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How will women and community pharmacy benefit from the contraceptive POM to P switch?

As two desogestrel contraceptives get MHRA approval for pharmacy supply without prescription, how will women – and community pharmacy – benefit from the switch? 

A recent inquiry by the All Party Parliamentary Group on Sexual and Reproductive Health (APPG SRH) found that women in England have difficulty accessing contraception, resulting in more unplanned pregnancies and increased demand for maternity and abortion care. 

In 2018, 45 per cent of pregnancies and a third of all births in England were unplanned or associated with feelings of ambivalence, while around 10 per cent of births were unintended, according to data from the National Survey of Sexual Attitudes and Lifestyles (NATSAL). What’s more, Public Health England estimates that one third of women cannot access contraception from their preferred setting and the Covid-19 pandemic has exacerbated a marked reduction in services. 

All of this suggests a serious unmet need for contraception, so the recent announcement by the Medicines and Healthcare Products Regulatory Agency (MHRA) that progestogen-only contraceptive pills (POPs) containing desogestrel will be available to buy in pharmacies without the need for a prescription is surely good news all round.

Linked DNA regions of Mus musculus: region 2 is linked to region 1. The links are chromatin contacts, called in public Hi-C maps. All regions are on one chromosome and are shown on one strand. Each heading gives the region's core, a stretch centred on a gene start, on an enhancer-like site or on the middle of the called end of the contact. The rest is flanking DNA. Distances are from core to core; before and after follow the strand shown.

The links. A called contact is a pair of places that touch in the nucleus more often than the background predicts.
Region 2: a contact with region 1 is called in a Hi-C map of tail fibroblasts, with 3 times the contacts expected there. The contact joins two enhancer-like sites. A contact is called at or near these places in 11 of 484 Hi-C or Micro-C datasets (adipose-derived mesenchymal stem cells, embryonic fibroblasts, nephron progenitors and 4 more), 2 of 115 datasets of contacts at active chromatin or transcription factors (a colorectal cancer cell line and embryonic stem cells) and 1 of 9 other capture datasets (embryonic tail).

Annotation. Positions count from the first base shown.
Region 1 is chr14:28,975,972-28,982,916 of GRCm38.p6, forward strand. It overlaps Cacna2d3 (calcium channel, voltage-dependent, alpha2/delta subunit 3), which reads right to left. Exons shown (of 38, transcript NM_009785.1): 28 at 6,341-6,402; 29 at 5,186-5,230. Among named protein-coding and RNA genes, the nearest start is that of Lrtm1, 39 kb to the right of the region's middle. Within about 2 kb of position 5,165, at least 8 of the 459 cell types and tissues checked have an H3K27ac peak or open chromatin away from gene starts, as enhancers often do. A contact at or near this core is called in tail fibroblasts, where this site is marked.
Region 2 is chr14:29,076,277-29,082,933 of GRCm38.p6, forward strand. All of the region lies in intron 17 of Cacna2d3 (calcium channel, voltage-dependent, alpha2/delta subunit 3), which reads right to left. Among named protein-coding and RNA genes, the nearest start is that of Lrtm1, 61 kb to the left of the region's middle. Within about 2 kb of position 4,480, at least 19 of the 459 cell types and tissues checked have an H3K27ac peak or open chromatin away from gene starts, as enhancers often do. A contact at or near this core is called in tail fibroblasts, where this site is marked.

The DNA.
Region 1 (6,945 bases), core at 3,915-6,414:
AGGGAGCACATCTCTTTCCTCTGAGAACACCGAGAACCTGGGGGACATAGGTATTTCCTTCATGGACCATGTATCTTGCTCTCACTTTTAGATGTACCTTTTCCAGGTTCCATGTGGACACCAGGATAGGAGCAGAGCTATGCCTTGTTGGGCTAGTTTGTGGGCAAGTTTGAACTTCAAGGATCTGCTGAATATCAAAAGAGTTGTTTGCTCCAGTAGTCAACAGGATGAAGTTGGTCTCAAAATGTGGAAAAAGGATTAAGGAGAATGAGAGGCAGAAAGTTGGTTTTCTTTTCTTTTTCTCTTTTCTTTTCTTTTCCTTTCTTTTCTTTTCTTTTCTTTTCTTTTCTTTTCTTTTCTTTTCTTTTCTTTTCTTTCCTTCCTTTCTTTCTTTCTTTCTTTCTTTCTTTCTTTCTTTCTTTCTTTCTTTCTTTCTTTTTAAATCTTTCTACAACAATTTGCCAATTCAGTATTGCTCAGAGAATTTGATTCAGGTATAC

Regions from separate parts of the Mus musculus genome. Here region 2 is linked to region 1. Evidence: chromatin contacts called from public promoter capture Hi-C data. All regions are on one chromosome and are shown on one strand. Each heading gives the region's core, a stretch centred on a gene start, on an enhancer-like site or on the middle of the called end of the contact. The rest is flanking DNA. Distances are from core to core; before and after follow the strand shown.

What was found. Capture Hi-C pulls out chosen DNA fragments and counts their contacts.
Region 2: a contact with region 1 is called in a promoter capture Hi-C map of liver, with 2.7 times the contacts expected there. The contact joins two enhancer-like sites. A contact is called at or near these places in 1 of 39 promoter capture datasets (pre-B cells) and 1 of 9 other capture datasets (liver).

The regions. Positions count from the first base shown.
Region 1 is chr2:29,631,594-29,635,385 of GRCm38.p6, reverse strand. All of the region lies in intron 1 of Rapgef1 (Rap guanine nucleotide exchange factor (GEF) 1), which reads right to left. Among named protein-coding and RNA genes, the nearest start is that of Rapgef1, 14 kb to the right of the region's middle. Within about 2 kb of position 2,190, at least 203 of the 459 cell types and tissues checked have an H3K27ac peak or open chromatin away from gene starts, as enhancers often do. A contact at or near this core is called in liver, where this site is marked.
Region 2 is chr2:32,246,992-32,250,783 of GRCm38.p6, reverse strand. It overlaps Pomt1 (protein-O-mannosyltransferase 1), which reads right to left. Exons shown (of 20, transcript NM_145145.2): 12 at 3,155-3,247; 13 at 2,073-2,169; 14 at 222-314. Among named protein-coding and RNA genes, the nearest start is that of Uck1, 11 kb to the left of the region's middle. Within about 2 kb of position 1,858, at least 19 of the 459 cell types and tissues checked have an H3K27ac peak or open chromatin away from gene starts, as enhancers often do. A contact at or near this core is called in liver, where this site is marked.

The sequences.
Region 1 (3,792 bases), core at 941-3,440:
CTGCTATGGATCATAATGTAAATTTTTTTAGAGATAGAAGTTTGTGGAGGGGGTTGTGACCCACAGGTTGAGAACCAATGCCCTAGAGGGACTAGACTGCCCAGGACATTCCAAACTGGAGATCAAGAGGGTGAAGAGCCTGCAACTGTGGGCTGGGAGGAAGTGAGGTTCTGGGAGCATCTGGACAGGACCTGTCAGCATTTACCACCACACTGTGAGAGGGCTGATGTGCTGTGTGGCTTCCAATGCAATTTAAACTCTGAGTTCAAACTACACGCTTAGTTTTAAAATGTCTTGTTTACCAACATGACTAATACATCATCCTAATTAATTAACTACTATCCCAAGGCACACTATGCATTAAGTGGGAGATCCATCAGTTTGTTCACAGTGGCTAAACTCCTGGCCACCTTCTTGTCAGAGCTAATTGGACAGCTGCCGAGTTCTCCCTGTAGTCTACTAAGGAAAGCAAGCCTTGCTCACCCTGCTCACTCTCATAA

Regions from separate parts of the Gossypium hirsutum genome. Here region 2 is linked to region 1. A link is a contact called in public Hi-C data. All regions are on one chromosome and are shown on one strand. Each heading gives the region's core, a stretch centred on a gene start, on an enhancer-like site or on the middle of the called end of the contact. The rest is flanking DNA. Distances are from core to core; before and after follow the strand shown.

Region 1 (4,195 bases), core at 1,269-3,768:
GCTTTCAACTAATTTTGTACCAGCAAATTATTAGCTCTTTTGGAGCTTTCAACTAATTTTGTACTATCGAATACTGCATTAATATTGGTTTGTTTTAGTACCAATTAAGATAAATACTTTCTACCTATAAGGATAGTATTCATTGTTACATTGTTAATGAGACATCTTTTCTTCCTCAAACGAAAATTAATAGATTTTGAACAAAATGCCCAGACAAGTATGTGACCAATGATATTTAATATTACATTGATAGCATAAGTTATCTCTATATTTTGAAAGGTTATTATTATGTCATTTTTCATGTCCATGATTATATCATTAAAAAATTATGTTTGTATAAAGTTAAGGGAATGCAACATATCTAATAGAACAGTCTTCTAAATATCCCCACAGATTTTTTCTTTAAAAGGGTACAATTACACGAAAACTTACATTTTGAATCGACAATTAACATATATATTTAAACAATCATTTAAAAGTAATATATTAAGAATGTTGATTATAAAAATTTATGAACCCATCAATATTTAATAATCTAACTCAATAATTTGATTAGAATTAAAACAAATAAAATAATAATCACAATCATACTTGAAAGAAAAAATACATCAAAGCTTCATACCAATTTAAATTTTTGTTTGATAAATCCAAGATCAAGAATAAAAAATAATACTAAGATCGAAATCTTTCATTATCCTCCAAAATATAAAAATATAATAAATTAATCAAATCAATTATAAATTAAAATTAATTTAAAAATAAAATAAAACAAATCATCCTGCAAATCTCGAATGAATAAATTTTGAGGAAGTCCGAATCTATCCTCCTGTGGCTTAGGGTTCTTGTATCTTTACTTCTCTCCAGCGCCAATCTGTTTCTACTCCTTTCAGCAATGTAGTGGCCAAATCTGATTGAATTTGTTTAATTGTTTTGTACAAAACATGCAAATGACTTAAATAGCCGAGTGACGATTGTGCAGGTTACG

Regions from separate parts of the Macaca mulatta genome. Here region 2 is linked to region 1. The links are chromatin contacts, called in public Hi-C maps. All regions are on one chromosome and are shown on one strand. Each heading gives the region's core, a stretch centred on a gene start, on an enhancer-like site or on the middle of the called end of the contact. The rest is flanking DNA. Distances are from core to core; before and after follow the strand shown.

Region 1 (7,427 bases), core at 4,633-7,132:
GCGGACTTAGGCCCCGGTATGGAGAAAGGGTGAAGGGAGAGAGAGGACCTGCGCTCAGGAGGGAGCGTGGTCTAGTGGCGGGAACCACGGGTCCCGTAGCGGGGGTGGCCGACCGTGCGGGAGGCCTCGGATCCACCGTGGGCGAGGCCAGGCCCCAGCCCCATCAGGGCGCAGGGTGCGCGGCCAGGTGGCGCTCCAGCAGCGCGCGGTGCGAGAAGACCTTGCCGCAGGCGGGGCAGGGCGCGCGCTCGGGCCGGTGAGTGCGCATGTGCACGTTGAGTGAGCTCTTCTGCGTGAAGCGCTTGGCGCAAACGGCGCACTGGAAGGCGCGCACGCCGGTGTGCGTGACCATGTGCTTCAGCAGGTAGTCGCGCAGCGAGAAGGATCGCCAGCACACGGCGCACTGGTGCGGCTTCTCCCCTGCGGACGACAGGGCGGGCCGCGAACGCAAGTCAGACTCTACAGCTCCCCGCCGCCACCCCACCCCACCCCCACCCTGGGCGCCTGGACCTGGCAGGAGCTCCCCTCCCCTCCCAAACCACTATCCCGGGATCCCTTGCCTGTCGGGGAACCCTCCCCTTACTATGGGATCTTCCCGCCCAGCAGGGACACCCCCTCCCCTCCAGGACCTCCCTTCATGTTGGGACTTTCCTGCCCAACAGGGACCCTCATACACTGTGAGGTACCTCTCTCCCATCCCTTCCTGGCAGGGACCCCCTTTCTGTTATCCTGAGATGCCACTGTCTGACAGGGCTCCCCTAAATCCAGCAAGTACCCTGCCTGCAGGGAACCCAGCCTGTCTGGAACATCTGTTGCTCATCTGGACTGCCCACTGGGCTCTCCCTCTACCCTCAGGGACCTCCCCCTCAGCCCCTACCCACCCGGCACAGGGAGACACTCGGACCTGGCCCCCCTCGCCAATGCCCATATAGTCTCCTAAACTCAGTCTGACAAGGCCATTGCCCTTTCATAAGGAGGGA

Benefits for women

Although still available free of charge from doctors and sexual health clinics, Lovima 75mcg film-coated tablets, manufactured by POM to P specialist Maxwellia, and Hana 75mcg tablets, manufactured by HRA Pharma, are the two products that have been reclassified.

Unsurprisingly, both manufacturers cite overcoming the barriers of access to contraception as a key driver for the development of the products, which aim to give women a greater choice in how they manage their contraceptive needs.

Maxwellia CEO Anna Maxwell says: “It is clear that the limited and restricted way women can currently access contraception isn’t working for many of them.”

HRA Pharma’s chief strategic operations and innovation officer Frederique Welgryn suggests that the availability of Hana in pharmacies will help to improve women’s access to contraception in a variety of ways. She adds: “For those using barrier or natural methods, there could potentially be increased use of a more effective contraceptive.”

Healthcare organisations are all broadly in agreement about the benefits for women.

Michelle Riddalls, CEO of consumer healthcare association PAGB, says being able to access two different brands of contraceptive pill over-the-counter, under the supervision of a trained pharmacist is a “landmark moment” for women’s health in the UK, adding: “We would welcome that at any time at PAGB, but it’s particularly important when NHS resources generally are overstretched because of the Covid-19 pandemic.”

The timing of the switch has also been welcomed by the Faculty of Sexual and Reproductive Healthcare (FSRH) and the Royal College of Obstetricians and Gynaecologists (RCOG), which have both lobbied for the reclassification.